The State of Solid State - Chapter II

Chris brings you up to speed with all things happening in the SSD market.

Published Tue, Dec 8 2009 2:37 AM CST   |   Updated Tue, Nov 3 2020 7:02 PM CST
Manufacturer: TweakTown


The State of Solid State - Chapter II 01 |

In July of 2008 we published the first State of Solid State article. In it we talked about products that were on the horizon, pricing and where we thought the market was headed. Looking back, even I am surprised at how accurate the article was and how long the information was valid for. Like all things in this industry, eventually all things become dated, so it is time to make some new predictions, look at emerging technologies and even make some suggestions to the companies that are offering products to the masses.

It is an exciting time for the storage industry. The introduction of consumer level SSDs is only part of what has been a year of great invention. SATA and SAS 6Gb/s will open the data highways and give us twice the available point to point bandwidth. At the same time, companies like LSI have introduced PCIe 2.0 RAID controllers that provide twice the available bandwidth to the system allowing enterprise, prosumer and enthusiasts to take advantage of new, higher speed products like Seagate's 15K.7 and 15K.2 2.5 inch form factor drive. To date, these are the only two products that we have tested that make use of the 6Gb/s SAS interface and are limited by SAS 3Gb/s.

Today we are going to talk about some of the technology advancements and get into some of the actual products that are currently hush-hush, but information is starting to leak out about. To round everything out, we are also going to get into some of the pricing predictions since the perceived high cost of SSDs has been such a tough wall to climb for many.

Opening the Data Highway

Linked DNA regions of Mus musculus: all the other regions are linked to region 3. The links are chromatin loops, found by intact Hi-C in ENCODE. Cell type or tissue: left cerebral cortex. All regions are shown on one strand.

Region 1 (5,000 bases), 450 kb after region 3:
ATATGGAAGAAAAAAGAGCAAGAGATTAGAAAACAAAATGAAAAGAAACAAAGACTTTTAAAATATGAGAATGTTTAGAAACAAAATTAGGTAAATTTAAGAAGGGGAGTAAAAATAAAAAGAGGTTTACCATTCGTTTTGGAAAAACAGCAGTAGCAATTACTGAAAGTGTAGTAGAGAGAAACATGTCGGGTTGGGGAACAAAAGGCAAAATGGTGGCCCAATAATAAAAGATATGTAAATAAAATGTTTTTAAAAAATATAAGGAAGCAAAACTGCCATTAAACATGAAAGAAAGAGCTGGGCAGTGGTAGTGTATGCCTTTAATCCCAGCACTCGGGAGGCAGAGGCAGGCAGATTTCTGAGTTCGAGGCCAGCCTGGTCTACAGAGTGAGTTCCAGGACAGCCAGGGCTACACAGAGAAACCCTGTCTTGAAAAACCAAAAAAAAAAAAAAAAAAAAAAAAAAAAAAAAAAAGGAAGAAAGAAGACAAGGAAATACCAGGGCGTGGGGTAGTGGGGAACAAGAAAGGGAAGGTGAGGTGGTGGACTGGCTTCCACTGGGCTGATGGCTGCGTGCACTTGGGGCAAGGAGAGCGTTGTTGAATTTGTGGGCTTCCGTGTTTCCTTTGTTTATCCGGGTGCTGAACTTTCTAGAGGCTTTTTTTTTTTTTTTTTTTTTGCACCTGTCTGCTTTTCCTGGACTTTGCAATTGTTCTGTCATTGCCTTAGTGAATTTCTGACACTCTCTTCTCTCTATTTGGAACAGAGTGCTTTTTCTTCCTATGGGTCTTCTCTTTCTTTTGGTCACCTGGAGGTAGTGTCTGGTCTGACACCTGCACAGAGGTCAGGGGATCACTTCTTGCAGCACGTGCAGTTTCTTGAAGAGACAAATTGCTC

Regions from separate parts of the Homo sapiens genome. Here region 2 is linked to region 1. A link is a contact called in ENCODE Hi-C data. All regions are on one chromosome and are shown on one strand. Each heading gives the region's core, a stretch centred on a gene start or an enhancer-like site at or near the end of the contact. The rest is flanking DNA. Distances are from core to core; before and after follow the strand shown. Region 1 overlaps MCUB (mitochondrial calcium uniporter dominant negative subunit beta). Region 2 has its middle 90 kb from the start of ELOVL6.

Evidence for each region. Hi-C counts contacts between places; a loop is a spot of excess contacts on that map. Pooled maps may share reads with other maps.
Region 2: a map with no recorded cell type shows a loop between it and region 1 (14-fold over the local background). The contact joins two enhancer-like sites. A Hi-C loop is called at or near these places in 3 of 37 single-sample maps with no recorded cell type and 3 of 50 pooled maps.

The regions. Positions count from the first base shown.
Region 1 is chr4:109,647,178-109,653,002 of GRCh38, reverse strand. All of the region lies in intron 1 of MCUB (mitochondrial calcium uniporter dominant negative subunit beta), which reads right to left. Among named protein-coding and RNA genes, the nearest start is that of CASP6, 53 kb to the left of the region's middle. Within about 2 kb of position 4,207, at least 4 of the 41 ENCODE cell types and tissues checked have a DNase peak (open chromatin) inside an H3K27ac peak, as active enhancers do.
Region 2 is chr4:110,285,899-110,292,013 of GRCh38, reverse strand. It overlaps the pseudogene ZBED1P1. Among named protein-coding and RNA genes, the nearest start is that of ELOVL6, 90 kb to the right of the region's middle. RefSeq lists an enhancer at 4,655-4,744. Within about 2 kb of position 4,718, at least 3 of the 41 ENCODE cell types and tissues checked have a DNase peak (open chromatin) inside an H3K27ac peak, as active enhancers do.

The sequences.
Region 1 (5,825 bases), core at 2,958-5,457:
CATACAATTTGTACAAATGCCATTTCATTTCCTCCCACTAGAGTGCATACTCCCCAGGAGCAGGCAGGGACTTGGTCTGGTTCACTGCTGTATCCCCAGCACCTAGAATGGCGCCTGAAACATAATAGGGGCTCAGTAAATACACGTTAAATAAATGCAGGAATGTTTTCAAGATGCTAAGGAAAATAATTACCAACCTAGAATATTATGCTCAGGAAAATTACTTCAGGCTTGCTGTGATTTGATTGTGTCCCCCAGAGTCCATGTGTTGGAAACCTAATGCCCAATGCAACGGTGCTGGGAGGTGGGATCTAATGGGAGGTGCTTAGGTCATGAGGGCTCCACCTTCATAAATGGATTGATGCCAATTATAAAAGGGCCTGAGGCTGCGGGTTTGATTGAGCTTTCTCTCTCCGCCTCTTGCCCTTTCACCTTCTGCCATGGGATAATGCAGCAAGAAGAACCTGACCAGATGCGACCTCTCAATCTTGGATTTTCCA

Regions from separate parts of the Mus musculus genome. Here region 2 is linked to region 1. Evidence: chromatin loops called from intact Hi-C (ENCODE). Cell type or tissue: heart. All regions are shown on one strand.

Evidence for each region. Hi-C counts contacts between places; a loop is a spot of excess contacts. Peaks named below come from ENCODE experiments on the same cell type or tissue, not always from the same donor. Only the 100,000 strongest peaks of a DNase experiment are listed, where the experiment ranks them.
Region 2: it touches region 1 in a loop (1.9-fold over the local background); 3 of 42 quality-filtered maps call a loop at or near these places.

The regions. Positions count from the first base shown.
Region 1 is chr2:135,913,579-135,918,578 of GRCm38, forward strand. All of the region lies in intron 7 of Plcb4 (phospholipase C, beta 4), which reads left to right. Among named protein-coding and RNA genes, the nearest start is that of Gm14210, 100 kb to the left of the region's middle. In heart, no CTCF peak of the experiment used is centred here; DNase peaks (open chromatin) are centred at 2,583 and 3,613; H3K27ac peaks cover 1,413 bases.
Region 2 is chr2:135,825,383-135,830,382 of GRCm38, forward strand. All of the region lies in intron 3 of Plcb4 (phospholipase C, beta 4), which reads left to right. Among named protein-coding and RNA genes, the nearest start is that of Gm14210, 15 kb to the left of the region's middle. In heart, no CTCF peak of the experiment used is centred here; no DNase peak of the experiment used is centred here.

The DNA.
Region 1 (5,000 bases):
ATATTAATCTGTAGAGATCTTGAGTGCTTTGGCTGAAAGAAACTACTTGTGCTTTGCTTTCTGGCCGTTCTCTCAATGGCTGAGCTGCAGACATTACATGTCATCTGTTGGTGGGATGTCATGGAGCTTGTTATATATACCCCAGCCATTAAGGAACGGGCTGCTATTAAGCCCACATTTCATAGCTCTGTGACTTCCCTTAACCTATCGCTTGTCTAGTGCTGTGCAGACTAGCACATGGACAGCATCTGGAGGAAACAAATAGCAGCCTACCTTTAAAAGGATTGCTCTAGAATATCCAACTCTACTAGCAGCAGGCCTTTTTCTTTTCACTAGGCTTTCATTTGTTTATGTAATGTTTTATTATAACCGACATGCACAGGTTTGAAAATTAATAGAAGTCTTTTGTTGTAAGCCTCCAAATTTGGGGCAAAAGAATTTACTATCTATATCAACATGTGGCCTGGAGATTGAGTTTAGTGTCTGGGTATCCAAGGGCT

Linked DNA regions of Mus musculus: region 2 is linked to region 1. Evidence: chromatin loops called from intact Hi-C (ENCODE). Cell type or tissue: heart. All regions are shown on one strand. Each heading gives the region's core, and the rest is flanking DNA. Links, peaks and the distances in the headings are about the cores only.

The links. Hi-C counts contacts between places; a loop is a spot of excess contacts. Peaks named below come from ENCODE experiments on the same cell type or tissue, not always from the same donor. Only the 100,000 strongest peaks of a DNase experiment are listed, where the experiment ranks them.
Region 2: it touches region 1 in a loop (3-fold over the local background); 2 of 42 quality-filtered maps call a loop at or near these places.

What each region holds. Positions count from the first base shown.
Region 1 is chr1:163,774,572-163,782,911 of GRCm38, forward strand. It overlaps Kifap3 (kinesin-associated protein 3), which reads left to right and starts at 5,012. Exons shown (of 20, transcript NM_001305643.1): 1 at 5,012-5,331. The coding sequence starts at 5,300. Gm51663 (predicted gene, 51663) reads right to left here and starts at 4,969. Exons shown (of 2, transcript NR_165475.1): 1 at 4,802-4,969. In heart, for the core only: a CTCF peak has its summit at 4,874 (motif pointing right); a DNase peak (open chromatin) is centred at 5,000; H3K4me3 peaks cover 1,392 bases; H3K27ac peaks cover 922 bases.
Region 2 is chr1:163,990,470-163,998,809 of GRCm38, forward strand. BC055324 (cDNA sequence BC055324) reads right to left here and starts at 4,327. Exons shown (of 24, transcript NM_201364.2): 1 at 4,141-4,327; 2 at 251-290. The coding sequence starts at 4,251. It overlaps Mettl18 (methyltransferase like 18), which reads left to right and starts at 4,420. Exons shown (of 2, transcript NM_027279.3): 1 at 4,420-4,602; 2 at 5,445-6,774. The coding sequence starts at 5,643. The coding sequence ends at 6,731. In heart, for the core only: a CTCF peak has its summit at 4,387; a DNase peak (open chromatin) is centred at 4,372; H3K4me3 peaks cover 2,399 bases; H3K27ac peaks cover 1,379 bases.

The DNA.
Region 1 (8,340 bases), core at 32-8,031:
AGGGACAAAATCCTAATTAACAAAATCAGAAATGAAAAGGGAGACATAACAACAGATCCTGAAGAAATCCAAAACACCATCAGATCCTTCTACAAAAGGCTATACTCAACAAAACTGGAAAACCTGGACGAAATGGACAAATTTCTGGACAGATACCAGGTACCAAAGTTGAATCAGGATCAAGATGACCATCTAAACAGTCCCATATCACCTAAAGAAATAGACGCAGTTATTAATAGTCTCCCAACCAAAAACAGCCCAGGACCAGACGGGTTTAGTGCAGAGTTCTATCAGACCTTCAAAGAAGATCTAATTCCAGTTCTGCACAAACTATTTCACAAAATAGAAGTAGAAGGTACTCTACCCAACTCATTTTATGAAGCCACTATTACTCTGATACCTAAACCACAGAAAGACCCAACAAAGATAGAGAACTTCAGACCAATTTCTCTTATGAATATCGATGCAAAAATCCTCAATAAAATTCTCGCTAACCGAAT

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For the first time since I have been involved in computers, a new storage protocol has been introduced after it was needed. Most new products are hampered by the old Chicken or the Egg problem. HDD manufacturers see little need to launch a product until another company launches another product that takes advantage of the HDDs new feature set. In general the most publicized new feature of a new protocol is the transfer rate, a spec that pretty much defines a new protocol. Advancements in timing margins, error correction for better transfer reliability and other small but much improved features are often over looked simply because we have become accustomed to naming a new specification on the speed in which it can transfer data.

For the first time, data transfer rate limits have been hit prior to the introduction of a new class of storage products. In our review of the PhotoFast V5 we found ourselves limited by SATA 3Gb/s hardware. Looking back all the way to the transition from ATA 33 to ATA 66, we couldn't find any other product that was available for consumers that had reached the transfer speed limits other than a few instances where burst speed had been improved upon as a direct result of a new protocol. If you read the TweakTown storage articles you already know that we pay little attention to burst speeds since the high numbers shown in benchmarks do not match the user experience and how a system 'feels' to the user. On the other hand, raising the sustained data transfer rates from 240 MB/s to say 330 MB/s is something that the user will notice when moving large files from one place to another, a measurement felt in time, like how long you have to wait for that damn movie to get to a place so you can finally start watching it.

SATA / SAS 6Gb/s

Our testing of the Seagate 15K.7 600GB enterprise HDD has already shown us that traditional platter drives are capable of taking advantage of 6Gb/s hardware. We are talking about the real deal, no burst speeds. With the same drive on a first generation SAS controller we saw the minimum, average and maximum transfer speeds being for the most part equal. With the same drive on a second generation SAS controller with twice the theoretical transfer limit, we saw maximum speeds increase by nearly 50 MB/s and average STR go up by close to 17 MB/s.